By J.B. Rockwell
I know, I know, I’ve been neglecting my Bad Movie Review duties lately and *believe me* that kills me. I loves me a bad movie and the requisite snarking that goes with them, but life and stuff and things and blurg—let’s just say a lot of things conspired to get in the way. But I’m back now to entertain you, and I found a whopper of a stink ball to (not) recommend. It’s called Timeline and (despite all appearances to the contrary), this bucket o’ stinky fish heads came out in 2003, not 1987. I mean look at that poster! It’s sooo…
But, I’m getting ahead of myself. To set the stage for this, very frankly, craphole of a big budget offense, let me first tell you why this movie should, by all rights, have been good. Check that, not just good—super-duper, knocks your socks off good.
Thing the First: Based on a book by Michael Crichton (if you don’t know who that is (1) duh—WHA???? And (2) Jurassic Park)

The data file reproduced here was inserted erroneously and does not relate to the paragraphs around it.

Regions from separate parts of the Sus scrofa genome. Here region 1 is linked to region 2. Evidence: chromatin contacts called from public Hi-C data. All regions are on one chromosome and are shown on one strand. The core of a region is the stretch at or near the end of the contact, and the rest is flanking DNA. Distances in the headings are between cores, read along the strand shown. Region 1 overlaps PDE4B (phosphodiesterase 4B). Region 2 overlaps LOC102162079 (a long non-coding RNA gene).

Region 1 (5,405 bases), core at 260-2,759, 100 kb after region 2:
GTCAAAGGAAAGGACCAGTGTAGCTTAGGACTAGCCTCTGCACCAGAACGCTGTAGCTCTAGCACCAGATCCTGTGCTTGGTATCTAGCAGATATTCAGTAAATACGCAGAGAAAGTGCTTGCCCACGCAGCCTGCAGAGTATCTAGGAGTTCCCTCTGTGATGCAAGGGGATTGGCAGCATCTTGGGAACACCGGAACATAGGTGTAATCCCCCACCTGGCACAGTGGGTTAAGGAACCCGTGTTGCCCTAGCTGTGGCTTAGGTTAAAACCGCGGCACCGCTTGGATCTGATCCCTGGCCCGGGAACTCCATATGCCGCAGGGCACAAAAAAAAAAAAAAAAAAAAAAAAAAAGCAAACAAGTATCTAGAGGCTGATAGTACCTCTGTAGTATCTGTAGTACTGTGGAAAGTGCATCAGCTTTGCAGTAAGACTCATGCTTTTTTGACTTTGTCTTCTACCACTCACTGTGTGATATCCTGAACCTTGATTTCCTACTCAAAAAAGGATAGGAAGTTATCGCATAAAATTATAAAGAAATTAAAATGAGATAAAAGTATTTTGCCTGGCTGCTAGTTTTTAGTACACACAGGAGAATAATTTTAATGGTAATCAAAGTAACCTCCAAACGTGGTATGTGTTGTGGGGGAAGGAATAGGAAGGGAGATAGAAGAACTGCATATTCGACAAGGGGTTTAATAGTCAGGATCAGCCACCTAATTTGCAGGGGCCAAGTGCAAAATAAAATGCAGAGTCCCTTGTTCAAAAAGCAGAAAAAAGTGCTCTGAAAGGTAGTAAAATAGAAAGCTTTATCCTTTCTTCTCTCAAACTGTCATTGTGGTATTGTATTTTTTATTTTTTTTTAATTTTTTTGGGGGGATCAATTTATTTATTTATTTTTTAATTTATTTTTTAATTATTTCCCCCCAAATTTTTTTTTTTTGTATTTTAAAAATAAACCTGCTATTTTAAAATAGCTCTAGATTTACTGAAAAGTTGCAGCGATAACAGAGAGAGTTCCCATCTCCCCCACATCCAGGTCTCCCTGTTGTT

Thing the Next: Directed by Richard Donner (Superman, Ladyhawke, Lethal Weapon—he directed them all so, while that doesn’t equate to ‘deep’ or ‘plot’, you should at least expect a lot of fun-if-ridiculous-and-entertaining type action)
Thing the D: The cast includes a whole gaggle’s-worth of peoples, including a few names you should instantly recognize as appearing in other roles and movies of merit:
- Paul Walker
- Francis O’Connor
- David Thewlis
- Gerard Butler
- Billy Connolly
- Neal McDonough
- Ethan Embry
- Michael Sheen
- Martin Csokas
Now, admittedly, I’m no math whiz, but when I put all that together and tally up the numbers, my handy-dandy Tandy combobulator tells me this movie should be HUGE. I’m talking tour de force of film de coin.
Nope. Cheese fest. Ten metric tons of crap. In fact, this is probably the absolute worst big budget flick I’ve run across in a long time—a fact which, if you follow my reviews regularly, is really saying something—and unfortunately, it’s not bad-good in a good-good way. This is… it’s…well, it’s just plain old bad, is what it is.